Return regularly to the same seasonal feeding locations.
Some in the Pacific Ocean
migrate to Australia's west
Here’s the migration of a whale shark that was tagged
Don’t all follow one pattern.
Different ages go different ways.
Very spread out.
Normally migrate in spring.
Some migrations can take years.
Range of location of the whale shark.
Why do animals migrate
To find food. (Whale Shark)
To find a better climate.
To find breeding grounds.
Here are some migrating stingrays
The humpback whale migrates up to 5,000 miles to find breeding grounds and then migrates back for food.
The monarch butterfly travel 2000 miles from Canada to Mexico to find a better climate.
The Pacific salmon spends its adult life in the ocean the migrates upstream to the river it was born in to breed.
The bar-tailed godwit is a bird that migrates from Alaska to New Zealand, non-stop in search for a better climate.
The largest fish on earth.
Can be as big as a school bus (46 feet).
Average weight is 20 tons.
Eat plankton and small fish.
Prefer 75 degree water.
Spots and stripes help them
Other facts #2
Have approximately 3000 tiny teeth.
They are fish not whales.
" Why Do Animals Migrate? | LiveScience ." Current News on Space, Animals, Technology, Health, Environment, Culture and History | LiveScience . N.p., n.d. Web. 9 Sept. 2011. <http://www.livescience.com/10235-animals-migrate.html>.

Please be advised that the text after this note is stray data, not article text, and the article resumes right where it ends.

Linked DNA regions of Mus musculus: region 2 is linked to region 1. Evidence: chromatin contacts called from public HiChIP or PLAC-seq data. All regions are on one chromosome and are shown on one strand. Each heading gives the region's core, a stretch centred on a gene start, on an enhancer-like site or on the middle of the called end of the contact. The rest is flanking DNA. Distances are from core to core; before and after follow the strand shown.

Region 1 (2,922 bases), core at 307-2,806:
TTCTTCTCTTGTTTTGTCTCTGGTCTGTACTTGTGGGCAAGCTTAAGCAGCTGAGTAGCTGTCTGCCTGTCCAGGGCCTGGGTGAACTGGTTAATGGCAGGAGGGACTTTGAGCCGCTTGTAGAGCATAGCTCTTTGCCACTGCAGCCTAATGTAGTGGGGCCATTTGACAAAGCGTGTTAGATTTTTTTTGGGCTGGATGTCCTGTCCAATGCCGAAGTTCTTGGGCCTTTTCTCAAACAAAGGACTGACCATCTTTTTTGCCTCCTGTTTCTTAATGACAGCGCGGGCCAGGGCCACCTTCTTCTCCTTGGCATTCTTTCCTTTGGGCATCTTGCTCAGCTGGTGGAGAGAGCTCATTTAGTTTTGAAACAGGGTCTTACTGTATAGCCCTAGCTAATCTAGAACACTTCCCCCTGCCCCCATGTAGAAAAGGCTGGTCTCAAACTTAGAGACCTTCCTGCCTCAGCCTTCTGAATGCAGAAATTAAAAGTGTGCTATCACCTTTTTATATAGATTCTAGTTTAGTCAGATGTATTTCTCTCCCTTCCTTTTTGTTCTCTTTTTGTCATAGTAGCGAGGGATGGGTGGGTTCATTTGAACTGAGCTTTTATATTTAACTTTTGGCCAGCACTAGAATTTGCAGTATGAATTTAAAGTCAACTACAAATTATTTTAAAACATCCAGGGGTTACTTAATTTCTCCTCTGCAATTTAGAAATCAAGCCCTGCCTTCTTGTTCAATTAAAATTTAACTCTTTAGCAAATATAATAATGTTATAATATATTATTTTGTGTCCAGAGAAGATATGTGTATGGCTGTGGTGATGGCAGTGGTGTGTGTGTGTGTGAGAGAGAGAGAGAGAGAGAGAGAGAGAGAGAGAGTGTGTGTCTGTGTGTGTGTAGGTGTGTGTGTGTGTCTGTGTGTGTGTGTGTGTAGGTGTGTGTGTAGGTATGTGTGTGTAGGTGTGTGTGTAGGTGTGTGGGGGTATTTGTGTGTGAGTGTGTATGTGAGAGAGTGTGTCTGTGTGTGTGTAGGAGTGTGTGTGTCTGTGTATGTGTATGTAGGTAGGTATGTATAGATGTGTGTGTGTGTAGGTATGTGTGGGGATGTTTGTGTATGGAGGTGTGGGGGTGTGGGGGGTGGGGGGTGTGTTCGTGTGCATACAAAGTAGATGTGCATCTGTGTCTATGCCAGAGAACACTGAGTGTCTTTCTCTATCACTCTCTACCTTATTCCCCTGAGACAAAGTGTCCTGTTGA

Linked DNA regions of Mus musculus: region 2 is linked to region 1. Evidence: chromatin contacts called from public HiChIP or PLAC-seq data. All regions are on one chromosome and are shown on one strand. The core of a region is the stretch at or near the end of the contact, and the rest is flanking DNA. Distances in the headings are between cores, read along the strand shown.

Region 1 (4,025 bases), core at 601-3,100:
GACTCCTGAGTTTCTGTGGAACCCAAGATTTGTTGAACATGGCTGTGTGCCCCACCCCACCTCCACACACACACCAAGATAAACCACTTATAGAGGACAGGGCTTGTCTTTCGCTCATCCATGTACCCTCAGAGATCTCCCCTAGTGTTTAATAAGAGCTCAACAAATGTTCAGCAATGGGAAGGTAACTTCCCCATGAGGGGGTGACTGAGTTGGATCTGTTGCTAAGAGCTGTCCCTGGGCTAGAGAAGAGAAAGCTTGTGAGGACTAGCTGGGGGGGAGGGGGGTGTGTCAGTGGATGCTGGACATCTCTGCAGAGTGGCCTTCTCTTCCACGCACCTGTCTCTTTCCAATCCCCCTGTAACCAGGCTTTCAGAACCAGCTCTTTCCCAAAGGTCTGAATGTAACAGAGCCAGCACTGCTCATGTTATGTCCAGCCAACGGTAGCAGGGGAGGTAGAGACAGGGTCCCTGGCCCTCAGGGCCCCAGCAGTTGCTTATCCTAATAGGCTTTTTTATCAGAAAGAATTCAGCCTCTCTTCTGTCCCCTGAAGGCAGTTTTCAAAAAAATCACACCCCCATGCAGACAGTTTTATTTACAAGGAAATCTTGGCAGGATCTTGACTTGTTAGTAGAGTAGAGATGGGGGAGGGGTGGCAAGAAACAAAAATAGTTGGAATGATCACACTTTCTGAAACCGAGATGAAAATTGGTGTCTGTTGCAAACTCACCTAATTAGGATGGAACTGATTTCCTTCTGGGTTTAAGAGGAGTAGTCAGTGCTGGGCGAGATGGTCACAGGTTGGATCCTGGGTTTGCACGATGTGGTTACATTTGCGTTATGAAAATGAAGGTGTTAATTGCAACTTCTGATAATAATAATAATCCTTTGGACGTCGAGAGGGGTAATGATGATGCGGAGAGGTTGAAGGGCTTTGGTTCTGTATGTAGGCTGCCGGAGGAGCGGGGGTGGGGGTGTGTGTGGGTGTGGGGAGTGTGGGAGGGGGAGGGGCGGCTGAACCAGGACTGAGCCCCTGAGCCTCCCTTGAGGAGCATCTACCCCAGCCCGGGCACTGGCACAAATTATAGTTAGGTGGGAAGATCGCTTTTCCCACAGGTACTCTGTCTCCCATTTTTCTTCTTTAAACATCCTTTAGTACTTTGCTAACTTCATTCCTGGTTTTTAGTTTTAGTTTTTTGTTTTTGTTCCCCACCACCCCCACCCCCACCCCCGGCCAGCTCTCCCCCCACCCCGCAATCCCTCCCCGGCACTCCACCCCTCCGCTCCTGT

"Distribution and migration: Whale shark (Rhincodon typus) Issues Paper." Department of Sustainability, Environment, Water, Population and Communities (SEWPaC) - Home Page . N.p., n.d. Web. 7 Sept. 2011. <http://www.environment.gov.au/biodiversity/threatened/publications/recovery/r-typus-issues/distribution-and-migration.html>.
"Stingray Migration Pictures | Travel the world with Carrie and Jonathan!." Travel the world with Carrie and Jonathan! . N.p., n.d. Web. 9 Sept. 2011. <http://www.carrieandjonathan.com/stingray-migration-pictures/>.
" Whale Shark ." The Province of New Brunswick Canada . N.p., n.d. Web. 7 Sept. 2011. <http://www.new-brunswick.net/new-brunswick/sharks/species/whale.html>.
"Whale Shark (Rhincodon typus) - Marine Species Conservation." Department of Sustainability, Environment, Water, Population and Communities (SEWPaC) - Home Page . N.p., n.d. Web. 7 Sept. 2011. <http://www.environment.gov.au/coasts/species/sharks/whaleshark/index.html>.